The arch, which is designed to serve as a gateway to Chinatown, is named for Benjamin Ralph Kimlau, who grew up in Lower Manhattan and graduated from what is now known as the U.S. Army War College in 1937. He signed up for pilot training after the United States entered World War Two four years later.
The Lower West Side of Manhattan officially has another stunning public space: On Friday morning, the Hudson River Park Trust debuted Little Island, the new park located just off the shoreline, at 13th and West Streets. The park offers more than two acres of gardens, glades, lawns, performance spaces and picnic grounds.
All of this greenery is hoisted above the water by 280 slender concrete columns, driven hundreds of feet down into the riverbed, and supporting 132 flower-shaped masonry “tulips”—pods that appear to be separate platforms from outside Little Island, but form a continuous, undulating surface when seen from the inside. Each of these structural bulbs is a different size, shape, and elevation.
Bias Crime at Borough of Manhattan Community College
The window outside an art exhibit honoring the military service of African-American soldiers was defaced with graffiti containing racial epithets on Sunday evening. The exhibit is housed in the Shirley Fiterman Art Center of Borough of Manhattan Community College, located at the corner of Barclay Street and West Broadway.
The work, entitled “In the Line of Fire,” is by Mildred Howard, a prolific mixed-media and installation artist, whose work consistently draws on a broad range of historical and contemporary experiences, and emphasizes her commitment to issues of social justice and community activism. The installation consists of approximately 60 life-size figures made from cut-out sheets of plywood that have been silkscreen-printed with the image of a single repeated figure in a World War One-era uniform — a young African American man in his teens, who was a distant relative of Ms. Howard. To read more…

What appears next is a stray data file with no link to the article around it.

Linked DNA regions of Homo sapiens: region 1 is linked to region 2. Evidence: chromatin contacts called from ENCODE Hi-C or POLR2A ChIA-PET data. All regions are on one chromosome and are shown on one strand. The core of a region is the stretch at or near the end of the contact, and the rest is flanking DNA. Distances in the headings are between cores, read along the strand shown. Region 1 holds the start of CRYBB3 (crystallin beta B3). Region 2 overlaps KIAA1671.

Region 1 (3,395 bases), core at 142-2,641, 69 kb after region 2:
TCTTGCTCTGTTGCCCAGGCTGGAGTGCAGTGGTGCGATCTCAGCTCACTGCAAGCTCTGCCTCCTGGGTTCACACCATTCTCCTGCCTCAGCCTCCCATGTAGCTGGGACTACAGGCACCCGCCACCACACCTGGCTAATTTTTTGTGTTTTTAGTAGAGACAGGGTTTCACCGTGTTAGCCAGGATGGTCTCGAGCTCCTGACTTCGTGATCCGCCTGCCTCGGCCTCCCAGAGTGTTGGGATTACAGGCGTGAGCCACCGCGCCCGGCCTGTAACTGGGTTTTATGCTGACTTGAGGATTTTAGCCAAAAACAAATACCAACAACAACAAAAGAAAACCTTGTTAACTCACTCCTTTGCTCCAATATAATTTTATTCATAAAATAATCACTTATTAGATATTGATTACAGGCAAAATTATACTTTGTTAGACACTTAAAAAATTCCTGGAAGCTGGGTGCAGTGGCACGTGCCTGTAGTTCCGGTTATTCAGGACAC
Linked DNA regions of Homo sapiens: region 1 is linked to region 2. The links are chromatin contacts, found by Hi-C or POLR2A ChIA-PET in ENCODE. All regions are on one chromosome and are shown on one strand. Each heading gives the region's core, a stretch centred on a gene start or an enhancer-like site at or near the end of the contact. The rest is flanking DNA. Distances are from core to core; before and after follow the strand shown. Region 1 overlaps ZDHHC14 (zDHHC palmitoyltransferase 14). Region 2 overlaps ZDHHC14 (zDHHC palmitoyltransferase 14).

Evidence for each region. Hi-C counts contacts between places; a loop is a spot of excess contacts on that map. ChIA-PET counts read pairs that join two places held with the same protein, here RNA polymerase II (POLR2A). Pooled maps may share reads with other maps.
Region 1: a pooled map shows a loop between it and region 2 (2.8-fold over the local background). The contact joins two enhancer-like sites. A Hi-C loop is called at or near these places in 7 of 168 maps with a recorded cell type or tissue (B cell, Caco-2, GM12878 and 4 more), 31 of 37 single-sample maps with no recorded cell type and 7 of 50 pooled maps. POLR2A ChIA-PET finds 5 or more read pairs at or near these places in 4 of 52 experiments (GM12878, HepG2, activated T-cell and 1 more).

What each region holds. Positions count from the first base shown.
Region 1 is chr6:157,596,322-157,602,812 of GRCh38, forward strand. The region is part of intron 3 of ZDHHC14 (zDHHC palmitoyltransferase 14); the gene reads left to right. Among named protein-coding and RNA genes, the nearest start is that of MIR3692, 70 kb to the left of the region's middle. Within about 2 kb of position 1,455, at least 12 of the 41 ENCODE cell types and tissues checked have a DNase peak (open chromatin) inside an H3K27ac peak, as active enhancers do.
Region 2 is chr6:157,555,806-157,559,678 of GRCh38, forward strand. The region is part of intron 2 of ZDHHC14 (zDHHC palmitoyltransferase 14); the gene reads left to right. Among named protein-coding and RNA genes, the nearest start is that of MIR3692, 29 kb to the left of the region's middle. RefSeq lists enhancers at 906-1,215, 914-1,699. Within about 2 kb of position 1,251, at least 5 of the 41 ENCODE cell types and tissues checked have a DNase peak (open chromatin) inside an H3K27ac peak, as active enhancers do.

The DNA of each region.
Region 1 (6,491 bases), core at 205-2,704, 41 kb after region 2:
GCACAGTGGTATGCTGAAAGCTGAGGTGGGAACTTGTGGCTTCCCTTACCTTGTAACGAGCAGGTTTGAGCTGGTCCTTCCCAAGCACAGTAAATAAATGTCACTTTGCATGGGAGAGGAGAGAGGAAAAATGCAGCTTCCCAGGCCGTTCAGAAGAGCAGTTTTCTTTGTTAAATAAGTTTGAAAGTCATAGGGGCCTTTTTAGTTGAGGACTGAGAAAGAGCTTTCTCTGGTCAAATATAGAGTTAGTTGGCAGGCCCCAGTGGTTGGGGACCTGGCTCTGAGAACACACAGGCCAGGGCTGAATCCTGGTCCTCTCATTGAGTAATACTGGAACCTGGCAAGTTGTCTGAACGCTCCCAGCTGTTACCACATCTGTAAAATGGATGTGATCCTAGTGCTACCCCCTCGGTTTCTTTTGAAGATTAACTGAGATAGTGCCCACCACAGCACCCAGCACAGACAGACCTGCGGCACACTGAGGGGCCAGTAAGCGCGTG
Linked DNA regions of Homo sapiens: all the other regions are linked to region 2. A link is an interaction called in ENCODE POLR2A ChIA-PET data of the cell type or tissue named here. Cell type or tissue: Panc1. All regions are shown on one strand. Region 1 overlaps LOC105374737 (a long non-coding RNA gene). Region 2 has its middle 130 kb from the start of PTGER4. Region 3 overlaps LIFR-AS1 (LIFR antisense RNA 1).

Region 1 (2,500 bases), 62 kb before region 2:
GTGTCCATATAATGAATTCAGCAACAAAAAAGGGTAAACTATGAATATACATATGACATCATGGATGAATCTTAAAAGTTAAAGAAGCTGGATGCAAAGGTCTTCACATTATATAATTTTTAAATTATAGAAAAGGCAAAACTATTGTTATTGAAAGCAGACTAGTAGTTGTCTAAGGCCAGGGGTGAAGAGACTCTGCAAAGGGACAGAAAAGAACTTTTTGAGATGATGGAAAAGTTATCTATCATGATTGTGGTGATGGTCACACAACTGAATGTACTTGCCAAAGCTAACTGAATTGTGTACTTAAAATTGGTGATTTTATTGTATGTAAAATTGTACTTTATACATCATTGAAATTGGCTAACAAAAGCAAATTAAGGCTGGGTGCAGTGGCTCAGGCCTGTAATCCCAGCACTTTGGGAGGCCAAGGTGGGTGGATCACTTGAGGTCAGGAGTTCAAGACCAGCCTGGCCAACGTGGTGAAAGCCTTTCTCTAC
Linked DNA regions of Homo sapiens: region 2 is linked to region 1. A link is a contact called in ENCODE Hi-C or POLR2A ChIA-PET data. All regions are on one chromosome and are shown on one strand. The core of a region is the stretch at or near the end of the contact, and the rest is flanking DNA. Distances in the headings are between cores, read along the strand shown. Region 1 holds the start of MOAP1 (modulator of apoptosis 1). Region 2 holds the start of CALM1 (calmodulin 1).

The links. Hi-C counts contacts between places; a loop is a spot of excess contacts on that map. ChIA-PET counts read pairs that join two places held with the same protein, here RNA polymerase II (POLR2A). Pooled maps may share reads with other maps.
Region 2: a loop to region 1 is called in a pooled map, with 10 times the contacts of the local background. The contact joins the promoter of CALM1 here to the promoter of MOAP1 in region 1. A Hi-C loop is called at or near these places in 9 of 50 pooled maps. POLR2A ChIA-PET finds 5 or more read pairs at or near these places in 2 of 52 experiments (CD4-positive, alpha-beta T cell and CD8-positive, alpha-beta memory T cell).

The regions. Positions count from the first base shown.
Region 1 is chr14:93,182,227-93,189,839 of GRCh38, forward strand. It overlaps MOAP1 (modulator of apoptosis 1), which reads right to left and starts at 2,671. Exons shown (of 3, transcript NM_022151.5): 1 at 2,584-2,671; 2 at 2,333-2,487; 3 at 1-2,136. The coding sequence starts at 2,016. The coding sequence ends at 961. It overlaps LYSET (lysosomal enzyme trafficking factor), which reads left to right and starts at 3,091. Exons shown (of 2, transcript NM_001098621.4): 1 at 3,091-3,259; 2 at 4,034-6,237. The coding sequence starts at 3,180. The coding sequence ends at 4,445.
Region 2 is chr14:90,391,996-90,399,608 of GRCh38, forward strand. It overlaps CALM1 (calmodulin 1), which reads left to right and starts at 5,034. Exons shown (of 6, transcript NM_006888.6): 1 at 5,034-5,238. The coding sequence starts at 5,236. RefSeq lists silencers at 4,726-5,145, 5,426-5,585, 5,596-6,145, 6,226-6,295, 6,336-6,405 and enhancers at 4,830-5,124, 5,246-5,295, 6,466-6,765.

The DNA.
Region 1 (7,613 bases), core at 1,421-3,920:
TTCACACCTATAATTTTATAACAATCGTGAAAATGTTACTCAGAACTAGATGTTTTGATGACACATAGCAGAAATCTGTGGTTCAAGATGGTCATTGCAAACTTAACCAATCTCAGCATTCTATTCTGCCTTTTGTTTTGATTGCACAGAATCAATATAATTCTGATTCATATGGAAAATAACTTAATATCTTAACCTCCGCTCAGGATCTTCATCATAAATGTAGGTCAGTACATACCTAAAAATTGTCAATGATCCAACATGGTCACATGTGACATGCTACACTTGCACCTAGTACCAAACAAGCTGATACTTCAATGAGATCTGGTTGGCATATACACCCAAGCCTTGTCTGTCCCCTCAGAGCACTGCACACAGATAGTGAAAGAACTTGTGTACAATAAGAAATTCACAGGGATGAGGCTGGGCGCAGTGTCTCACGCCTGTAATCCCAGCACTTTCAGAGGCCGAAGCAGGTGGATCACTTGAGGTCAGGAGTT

Be advised that more dates have been made available for the vaccination program the Conrad Hotel.
Goldman Sachs, alongside American Express, has partnered with New York City and CVS Health to offer a COVID-19 vaccination program at the Conrad Hotel. All lower Manhattan residents and employees who meet the eligibility requirements are welcome to schedule appointments for the Pfizer vaccine.
In order to qualify for the COVID-19 vaccination program, individuals must be aged 12 years or over and be a resident of New York State OR work/study full-time in New York State.
Scheduling and Location Details
All who meet the eligibility requirements can schedule appointments on the New York City COVID-19 Vaccine Finder by selecting the Conrad Hotel location or use the following links.
Wagner Park, with its amazing gardens and views of the Hudson River and New York Bay, is the perfect setting to practice your art. Participants are expected to bring their own drawing and painting supplies, including drawing boards and containers of water if they are planning to paint. BPCA will supply drawing paper and watercolor paper only. Masks required. Participants must maintain six feet of physical distance between households. All programs will be held in accordance with New York State reopening guidance. Free Battery Park City Authority